Featured Expert Contributor, Mass Torts—Asbestos
Robert H. Wright, a Partner with Horvitz & Levy LLP in Los Angeles, CA
In a case that has generated national publicity, Judge Maren E. Nelson of the Los Angeles County Superior Court granted Johnson & Johnson’s motion for judgment notwithstanding the verdict after a jury awarded plaintiff $417 million, including $347 million in punitive damages, in a case alleging injury from exposure to talc. (See Johnson & Johnson Talcum Powder Cases, Los Angeles County Superior Court, Case No. BC628228, JCCP No. 4872, Oct. 20, 2017 Order.)
The trial court’s order is significant in several respects, but in particular because it rejects plaintiff’s attempt to establish causation based on epidemiologic studies that do not show a relative risk of at least 2.0 for the specific cancer alleged by plaintiff.
The case was the first trial of clams by plaintiffs in coordinated proceedings alleging they developed ovarian cancer as a result of their use of Johnson’s Baby Powder and Shower to Shower. The case was brought by the daughter of Eva Echeverria, who died of serious invasive ovarian cancer. Plaintiff alleged that the talc in these products was the cause of Ms. Echeverria’s cancer. The case went to trial against Johnson & Johnson and its subsidiary Johnson & Johnson Consumer Inc. (JJCI) on a theory of negligent failure to warn.
The trial court granted judgment notwithstanding the verdict in favor of JJCI on the ground that plaintiff failed to show specific causation. The court granted judgment notwithstanding the verdict in favor of Johnson & Johnson on the ground that JJCI, rather than Johnson & Johnson, manufactured the products and plaintiff did not allege any theory (such as alter ego or agency) for holding the parent liable for the acts of the subsidiary. In the alternative, the court also granted defendants a new trial on several grounds including insufficiency of the evidence as to causation and excessive damages.
To establish specific causation, plaintiffs offered the expert opinion testimony of Ms. Echeverria’s treating physician, Dr. Annie Yessaian. Dr. Yessaian engaged in a “differential etiology” analysis (akin to a differential diagnosis) and opined that it was more probable than not defendants’ products caused Ms. Echeverria’s disease.
Dr. Yessaian relied on four epidemiologic studies that she testified showed a relative risk in excess of 2.0 that a woman using talc would develop ovarian cancer. Plaintiff presented expert opinion testimony that “relative risk” is the ratio of the risk among persons exposed as compared to those unexposed, so that if the risk of cancer “is 4 percent in the general population but among a group of people with a certain environmental exposure it is 6 percent, the relative risk of cancer due to that environmental exposure would be 6 percent divided by 4 percent equals 1.5.”
A relative risk of 2.0 is “the point at which the probability of causation, which is the probability that a given agent causes a specific disease, exceeds 50 percent.” [Ed. Note: For more information on relative risk, see a March 2017 WLF Working Paper.]
The trial court ruled that Dr. Yessaian’s testimony did not establish specific causation. First, the four studies that Dr. Yessaian identified as establishing a relative risk greater than 2.0 did not show such a relative risk for Ms. Echeverria’s specific cancer. Instead, Dr. Yessaian admitted that she knew of no studies showing a relative risk of 2.0 for Ms. Echeverria’s serious invasive ovarian cancer. Two of the studies did not break out serious invasive ovarian cancer. The two that did showed a relative risk of 1.70.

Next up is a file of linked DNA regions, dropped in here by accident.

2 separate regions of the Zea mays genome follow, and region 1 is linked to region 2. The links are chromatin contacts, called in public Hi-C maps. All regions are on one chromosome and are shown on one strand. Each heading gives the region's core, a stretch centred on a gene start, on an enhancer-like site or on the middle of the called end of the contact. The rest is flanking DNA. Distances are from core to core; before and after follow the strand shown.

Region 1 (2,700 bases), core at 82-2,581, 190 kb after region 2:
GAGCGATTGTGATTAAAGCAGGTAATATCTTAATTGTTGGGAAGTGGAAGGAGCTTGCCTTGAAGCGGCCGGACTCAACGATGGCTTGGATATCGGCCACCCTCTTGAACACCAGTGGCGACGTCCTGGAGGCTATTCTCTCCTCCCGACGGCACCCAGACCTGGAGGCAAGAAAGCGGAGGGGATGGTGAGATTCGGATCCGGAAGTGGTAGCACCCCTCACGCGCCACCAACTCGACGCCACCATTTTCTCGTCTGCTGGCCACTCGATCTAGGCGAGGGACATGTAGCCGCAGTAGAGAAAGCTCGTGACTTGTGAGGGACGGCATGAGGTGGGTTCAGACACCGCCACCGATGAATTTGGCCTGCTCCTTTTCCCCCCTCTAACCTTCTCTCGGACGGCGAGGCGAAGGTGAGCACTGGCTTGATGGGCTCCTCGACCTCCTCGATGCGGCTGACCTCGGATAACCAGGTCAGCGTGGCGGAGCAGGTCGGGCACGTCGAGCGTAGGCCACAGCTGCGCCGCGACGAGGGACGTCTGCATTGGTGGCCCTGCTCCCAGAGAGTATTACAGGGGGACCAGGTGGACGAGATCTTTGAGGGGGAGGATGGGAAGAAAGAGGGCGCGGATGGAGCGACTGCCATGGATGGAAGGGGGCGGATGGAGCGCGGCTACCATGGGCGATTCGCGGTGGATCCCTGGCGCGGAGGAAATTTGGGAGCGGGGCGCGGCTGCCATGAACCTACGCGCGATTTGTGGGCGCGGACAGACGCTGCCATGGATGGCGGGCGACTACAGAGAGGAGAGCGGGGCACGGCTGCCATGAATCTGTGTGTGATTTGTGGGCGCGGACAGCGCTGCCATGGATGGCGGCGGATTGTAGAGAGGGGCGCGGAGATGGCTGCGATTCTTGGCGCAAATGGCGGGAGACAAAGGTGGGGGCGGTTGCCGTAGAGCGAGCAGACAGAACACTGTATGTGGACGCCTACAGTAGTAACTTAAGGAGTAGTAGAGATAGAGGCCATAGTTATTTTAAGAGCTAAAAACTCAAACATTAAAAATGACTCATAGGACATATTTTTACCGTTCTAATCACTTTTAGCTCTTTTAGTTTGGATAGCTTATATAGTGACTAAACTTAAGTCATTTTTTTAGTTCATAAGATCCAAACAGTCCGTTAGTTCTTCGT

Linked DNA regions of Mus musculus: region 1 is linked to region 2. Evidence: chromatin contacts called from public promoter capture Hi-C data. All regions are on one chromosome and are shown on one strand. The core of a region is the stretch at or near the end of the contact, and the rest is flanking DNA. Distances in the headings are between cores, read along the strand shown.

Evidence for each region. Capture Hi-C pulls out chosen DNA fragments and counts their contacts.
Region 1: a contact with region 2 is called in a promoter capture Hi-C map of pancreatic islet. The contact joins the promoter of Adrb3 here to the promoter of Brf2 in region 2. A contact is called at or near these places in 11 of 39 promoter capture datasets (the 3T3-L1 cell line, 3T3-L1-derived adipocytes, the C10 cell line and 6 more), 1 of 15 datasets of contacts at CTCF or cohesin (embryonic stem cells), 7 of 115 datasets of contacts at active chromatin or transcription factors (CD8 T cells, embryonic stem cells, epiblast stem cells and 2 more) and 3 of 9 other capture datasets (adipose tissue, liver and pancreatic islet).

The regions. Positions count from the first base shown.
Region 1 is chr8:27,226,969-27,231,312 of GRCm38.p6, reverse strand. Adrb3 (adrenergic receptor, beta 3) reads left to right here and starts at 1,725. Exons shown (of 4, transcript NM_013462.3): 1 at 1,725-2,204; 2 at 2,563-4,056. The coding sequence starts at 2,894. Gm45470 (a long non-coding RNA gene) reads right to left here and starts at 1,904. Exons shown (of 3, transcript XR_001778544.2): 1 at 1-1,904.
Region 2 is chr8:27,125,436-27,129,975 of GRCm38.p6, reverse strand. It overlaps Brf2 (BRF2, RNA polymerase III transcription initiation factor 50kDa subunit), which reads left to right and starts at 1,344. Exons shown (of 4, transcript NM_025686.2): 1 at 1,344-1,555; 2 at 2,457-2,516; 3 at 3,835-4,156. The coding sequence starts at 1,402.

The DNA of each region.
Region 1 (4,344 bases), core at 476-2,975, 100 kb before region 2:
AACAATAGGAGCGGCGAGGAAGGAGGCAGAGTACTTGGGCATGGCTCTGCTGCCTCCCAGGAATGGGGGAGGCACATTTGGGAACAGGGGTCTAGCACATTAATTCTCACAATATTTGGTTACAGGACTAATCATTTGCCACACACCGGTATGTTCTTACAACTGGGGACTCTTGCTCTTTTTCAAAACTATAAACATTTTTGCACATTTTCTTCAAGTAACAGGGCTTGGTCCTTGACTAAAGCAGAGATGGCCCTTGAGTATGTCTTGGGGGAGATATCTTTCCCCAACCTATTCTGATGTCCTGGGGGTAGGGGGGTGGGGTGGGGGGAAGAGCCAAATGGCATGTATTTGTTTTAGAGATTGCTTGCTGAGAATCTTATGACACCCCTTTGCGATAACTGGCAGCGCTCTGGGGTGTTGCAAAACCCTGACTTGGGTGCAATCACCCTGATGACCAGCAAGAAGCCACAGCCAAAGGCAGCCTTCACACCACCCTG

Dr. Yessaian also relied on other studies to show that talc was a scientifically plausible cause of serious ovarian cancer. But these other studies showed relative-risk ratios well below 2.0, at an average ratio of about 1.3. The trial court ruled that these results tended to disprove causation, as they showed that talc did not double the risk of harm. As the court explained, a risk ratio of 1.3 is well below the two-fold risk level necessary to show that talc “more probably than not” causes cancer.
The trial court ruled that Dr. Yessaian’s “differential etiology” did not make up for the shortcoming in her analysis. To employ such a differential analysis, Dr. Yessaian was first required to establish talc is a probable cause of ovarian cancer. Without establishing that threshold fact, she could not “rule in” talc as a probable cause of Ms. Echeverria’s disease. But Dr. Yessaian relied only on the epidemiologic studies to “rule in” talc, and her reliance on these studies failed for the reasons already discussed.
As an independent basis for its ruling, the trial court concluded that Dr. Yessaian failed to properly use her “differential etiology” because she did not properly rule out alternative causes of the disease. Instead, she conceded that idiopathic causes are the leading cause of ovarian cancer and that it was probable that Ms. Echeverria’s cancer was caused by unknown risk factors. Although Dr. Yessaian also testified inconsistently that there was less than a 50% chance Ms. Echeverria’s cancer was idiopathic, she offered no reasoning for the latter conclusion and the trial court rejected it as speculative.
The trial court’s order demonstrates the importance of a careful analysis of epidemiologic studies when offered to establish specific causation. As the trial court recognized, such studies must show a relative risk of at least 2.0 for plaintiff’s cancer, not just for cancer generally. If not, the studies fail to establish a basis for expert opinion testimony on the issue of causation.